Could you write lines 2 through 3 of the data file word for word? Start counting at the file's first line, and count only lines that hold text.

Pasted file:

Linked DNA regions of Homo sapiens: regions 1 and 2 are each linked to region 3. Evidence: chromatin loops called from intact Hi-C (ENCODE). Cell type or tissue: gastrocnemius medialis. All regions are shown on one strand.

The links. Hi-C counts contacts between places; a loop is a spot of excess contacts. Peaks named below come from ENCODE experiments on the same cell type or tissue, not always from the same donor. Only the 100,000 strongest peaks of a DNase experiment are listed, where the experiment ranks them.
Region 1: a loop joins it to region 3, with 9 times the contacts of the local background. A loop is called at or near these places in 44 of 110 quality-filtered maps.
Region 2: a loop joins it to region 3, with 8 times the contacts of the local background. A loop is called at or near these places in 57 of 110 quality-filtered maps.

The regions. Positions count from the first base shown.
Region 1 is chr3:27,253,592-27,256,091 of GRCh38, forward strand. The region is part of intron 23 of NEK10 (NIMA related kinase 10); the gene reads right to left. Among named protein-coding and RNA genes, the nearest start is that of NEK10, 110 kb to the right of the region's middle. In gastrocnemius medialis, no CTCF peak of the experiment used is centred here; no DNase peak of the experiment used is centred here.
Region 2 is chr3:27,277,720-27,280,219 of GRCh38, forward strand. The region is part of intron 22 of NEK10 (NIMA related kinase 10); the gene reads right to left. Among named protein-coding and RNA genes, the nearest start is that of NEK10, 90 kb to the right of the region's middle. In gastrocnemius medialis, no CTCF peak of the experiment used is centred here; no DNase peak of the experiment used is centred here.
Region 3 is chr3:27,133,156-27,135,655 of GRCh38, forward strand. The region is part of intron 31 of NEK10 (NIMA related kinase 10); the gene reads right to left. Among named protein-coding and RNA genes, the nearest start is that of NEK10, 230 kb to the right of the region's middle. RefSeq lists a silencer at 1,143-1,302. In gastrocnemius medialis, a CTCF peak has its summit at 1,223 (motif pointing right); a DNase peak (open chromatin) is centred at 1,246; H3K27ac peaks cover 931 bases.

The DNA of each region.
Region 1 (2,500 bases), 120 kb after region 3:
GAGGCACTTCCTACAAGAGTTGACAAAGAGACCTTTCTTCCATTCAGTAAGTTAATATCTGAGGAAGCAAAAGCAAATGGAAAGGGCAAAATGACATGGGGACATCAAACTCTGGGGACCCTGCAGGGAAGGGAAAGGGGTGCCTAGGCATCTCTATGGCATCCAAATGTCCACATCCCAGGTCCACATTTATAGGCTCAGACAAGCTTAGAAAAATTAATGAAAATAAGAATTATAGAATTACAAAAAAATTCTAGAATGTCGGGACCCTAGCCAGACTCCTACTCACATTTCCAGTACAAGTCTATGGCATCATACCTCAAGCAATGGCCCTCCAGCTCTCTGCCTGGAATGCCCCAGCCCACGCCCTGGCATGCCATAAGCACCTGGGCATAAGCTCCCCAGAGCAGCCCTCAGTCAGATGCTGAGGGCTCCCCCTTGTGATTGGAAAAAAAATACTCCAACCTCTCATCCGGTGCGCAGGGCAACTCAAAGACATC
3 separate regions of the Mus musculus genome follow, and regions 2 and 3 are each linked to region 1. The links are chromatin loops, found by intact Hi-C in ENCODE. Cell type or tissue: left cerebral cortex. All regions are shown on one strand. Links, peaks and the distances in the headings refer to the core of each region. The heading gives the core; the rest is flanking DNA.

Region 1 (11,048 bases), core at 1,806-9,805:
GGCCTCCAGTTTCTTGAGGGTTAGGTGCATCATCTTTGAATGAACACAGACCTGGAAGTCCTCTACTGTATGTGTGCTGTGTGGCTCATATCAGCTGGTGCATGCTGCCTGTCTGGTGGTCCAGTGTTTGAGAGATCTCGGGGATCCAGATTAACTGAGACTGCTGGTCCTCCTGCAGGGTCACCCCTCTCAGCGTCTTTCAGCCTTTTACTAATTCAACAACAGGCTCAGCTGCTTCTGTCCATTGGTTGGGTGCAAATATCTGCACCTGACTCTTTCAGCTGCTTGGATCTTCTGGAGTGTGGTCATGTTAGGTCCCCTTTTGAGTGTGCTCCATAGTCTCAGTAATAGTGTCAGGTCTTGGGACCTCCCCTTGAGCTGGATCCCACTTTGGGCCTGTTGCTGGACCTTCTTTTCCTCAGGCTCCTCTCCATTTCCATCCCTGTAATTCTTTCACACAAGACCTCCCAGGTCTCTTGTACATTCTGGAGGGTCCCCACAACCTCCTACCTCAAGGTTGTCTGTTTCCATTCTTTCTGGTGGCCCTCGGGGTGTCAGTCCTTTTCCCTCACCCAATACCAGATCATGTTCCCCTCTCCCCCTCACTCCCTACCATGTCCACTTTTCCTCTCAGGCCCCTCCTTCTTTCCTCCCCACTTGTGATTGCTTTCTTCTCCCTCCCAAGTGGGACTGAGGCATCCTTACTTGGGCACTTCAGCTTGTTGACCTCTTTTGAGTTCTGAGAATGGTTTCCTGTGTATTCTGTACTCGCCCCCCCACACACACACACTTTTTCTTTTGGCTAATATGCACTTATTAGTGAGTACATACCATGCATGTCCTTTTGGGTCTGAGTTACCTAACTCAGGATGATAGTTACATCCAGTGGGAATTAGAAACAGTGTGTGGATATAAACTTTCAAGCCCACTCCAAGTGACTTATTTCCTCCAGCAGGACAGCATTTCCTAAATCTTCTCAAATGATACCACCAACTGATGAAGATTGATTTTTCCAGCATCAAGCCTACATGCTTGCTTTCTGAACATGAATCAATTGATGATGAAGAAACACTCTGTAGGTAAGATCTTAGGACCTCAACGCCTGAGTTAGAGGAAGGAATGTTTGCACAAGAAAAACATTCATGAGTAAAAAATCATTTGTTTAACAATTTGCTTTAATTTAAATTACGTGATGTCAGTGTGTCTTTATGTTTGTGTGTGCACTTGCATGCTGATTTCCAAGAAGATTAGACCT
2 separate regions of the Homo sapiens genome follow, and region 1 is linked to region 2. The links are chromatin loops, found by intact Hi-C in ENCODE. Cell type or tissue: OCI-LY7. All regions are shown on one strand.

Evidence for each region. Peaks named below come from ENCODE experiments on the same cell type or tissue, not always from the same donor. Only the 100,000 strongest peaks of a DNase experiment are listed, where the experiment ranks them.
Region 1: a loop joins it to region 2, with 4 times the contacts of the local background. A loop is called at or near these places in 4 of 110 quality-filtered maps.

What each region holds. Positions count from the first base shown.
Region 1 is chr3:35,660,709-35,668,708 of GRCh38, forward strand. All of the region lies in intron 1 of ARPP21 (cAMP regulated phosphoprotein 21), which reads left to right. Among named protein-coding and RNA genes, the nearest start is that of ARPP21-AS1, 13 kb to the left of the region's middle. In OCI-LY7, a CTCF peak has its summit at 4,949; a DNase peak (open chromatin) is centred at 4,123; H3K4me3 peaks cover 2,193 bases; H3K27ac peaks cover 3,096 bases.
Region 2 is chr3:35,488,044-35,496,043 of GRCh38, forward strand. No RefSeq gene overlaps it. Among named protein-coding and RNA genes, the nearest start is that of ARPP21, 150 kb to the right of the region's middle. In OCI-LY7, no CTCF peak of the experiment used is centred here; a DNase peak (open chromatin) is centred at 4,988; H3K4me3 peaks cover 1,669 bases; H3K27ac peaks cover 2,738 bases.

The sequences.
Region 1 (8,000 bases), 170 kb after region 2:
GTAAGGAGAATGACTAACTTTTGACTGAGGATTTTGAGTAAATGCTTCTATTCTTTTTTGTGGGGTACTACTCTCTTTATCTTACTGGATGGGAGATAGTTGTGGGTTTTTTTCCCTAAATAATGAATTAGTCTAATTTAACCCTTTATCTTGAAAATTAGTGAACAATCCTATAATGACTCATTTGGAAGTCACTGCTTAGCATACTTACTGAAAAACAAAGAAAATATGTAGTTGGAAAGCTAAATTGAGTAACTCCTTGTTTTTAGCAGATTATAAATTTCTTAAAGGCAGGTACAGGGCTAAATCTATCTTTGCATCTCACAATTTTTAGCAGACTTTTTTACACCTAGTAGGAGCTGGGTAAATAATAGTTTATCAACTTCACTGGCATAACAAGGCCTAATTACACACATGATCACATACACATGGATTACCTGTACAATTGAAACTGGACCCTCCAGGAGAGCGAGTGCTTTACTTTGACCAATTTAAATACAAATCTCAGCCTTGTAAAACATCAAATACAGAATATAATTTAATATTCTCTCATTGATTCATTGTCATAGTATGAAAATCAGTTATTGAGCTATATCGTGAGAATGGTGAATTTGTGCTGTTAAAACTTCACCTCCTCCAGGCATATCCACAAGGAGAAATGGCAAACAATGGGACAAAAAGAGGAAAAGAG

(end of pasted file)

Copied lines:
The links. Hi-C counts contacts between places; a loop is a spot of excess contacts. Peaks named below come from ENCODE experiments on the same cell type or tissue, not always from the same donor. Only the 100,000 strongest peaks of a DNase experiment are listed, where the experiment ranks them.
Region 1: a loop joins it to region 3, with 9 times the contacts of the local background. A loop is called at or near these places in 44 of 110 quality-filtered maps.